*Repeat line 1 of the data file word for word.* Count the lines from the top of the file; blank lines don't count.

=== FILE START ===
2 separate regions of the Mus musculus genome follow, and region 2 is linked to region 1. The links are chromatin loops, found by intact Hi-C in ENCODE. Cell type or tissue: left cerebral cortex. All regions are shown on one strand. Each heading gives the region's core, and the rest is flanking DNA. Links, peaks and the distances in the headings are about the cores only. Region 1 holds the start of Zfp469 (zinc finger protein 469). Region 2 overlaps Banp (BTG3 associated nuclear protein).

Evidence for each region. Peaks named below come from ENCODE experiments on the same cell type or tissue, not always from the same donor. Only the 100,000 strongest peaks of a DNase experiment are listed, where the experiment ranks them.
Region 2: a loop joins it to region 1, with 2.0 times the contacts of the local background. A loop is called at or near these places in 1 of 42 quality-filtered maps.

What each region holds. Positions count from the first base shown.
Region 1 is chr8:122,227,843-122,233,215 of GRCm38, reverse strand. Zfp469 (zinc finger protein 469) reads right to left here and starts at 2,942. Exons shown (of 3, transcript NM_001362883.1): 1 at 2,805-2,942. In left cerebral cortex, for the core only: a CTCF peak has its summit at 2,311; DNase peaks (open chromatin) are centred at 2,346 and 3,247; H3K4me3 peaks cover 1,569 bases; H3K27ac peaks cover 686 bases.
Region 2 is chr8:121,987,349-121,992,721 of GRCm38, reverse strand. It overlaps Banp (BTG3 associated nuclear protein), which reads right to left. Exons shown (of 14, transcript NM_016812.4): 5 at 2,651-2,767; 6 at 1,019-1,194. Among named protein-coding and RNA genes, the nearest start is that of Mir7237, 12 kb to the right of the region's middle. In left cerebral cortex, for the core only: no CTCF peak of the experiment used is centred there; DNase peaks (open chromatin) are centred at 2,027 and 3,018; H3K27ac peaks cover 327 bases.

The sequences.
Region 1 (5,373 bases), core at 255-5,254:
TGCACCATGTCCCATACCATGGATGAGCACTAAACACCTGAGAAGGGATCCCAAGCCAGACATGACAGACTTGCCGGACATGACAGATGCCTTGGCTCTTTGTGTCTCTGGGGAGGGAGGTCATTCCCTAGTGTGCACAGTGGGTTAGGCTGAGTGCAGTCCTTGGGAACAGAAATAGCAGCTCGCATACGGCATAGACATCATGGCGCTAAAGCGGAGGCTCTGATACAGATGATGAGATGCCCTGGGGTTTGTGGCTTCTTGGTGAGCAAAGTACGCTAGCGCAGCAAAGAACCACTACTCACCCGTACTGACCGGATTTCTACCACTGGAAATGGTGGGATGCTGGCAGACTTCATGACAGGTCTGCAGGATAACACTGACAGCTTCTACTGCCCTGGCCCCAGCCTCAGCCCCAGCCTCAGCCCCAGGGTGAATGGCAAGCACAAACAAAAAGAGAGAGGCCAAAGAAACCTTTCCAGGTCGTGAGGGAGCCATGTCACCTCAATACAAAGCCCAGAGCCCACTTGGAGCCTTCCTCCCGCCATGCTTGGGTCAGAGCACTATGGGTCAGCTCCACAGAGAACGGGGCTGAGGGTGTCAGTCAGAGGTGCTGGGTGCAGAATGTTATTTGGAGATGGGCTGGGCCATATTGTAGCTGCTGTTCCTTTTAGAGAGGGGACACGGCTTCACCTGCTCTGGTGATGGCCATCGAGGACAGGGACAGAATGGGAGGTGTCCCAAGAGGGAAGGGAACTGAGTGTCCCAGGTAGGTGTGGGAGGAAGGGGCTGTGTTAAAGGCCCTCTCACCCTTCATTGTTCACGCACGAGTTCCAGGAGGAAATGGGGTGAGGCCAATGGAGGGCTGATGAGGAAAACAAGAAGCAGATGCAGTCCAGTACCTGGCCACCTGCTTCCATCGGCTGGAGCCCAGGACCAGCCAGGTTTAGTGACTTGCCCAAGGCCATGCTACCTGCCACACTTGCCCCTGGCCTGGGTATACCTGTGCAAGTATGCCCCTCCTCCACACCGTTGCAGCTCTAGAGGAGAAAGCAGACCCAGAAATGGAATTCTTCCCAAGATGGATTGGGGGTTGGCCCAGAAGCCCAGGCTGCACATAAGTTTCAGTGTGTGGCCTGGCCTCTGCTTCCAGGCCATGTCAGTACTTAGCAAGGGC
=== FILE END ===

2 separate regions of the Mus musculus genome follow, and region 2 is linked to region 1. The links are chromatin loops, found by intact Hi-C in ENCODE. Cell type or tissue: left cerebral cortex. All regions are shown on one strand. Each heading gives the region's core, and the rest is flanking DNA. Links, peaks and the distances in the headings are about the cores only. Region 1 holds the start of Zfp469 (zinc finger protein 469). Region 2 overlaps Banp (BTG3 associated nuclear protein).